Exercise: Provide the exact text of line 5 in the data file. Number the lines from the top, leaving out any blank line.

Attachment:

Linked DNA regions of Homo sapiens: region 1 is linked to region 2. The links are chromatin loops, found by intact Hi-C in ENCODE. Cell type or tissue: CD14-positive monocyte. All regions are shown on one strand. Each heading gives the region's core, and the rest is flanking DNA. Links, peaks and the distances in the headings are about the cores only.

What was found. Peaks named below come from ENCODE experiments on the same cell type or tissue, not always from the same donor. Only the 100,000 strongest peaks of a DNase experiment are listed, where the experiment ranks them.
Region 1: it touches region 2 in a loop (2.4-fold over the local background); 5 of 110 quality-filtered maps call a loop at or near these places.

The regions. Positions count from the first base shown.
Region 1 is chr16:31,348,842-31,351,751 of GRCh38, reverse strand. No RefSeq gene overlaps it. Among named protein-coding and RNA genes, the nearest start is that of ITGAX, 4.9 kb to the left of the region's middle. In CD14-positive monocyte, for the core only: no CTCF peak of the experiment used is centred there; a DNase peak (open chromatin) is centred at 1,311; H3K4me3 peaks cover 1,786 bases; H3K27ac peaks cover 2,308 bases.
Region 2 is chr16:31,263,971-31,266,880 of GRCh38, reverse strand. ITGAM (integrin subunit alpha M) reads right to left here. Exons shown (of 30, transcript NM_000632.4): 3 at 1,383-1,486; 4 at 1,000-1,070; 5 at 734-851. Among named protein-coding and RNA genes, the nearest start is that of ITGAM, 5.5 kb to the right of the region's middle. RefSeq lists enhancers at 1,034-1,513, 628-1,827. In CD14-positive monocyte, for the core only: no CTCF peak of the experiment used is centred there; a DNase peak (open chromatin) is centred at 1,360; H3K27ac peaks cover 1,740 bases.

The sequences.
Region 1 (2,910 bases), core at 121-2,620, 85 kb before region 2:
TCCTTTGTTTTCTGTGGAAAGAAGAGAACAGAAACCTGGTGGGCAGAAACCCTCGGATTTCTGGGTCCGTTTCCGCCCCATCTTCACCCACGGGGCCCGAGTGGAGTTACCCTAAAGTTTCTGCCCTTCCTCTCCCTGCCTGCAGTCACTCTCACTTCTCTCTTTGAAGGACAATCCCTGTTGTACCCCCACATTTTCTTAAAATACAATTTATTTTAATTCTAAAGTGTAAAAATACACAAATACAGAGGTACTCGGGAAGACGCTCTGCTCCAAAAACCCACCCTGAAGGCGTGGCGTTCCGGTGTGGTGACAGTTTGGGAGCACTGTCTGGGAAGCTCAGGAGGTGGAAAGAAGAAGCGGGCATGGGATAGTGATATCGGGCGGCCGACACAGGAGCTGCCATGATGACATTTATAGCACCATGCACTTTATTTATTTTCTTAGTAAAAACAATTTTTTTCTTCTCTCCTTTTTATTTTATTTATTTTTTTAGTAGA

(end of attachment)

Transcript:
Region 1 is chr16:31,348,842-31,351,751 of GRCh38, reverse strand. No RefSeq gene overlaps it. Among named protein-coding and RNA genes, the nearest start is that of ITGAX, 4.9 kb to the left of the region's middle. In CD14-positive monocyte, for the core only: no CTCF peak of the experiment used is centred there; a DNase peak (open chromatin) is centred at 1,311; H3K4me3 peaks cover 1,786 bases; H3K27ac peaks cover 2,308 bases.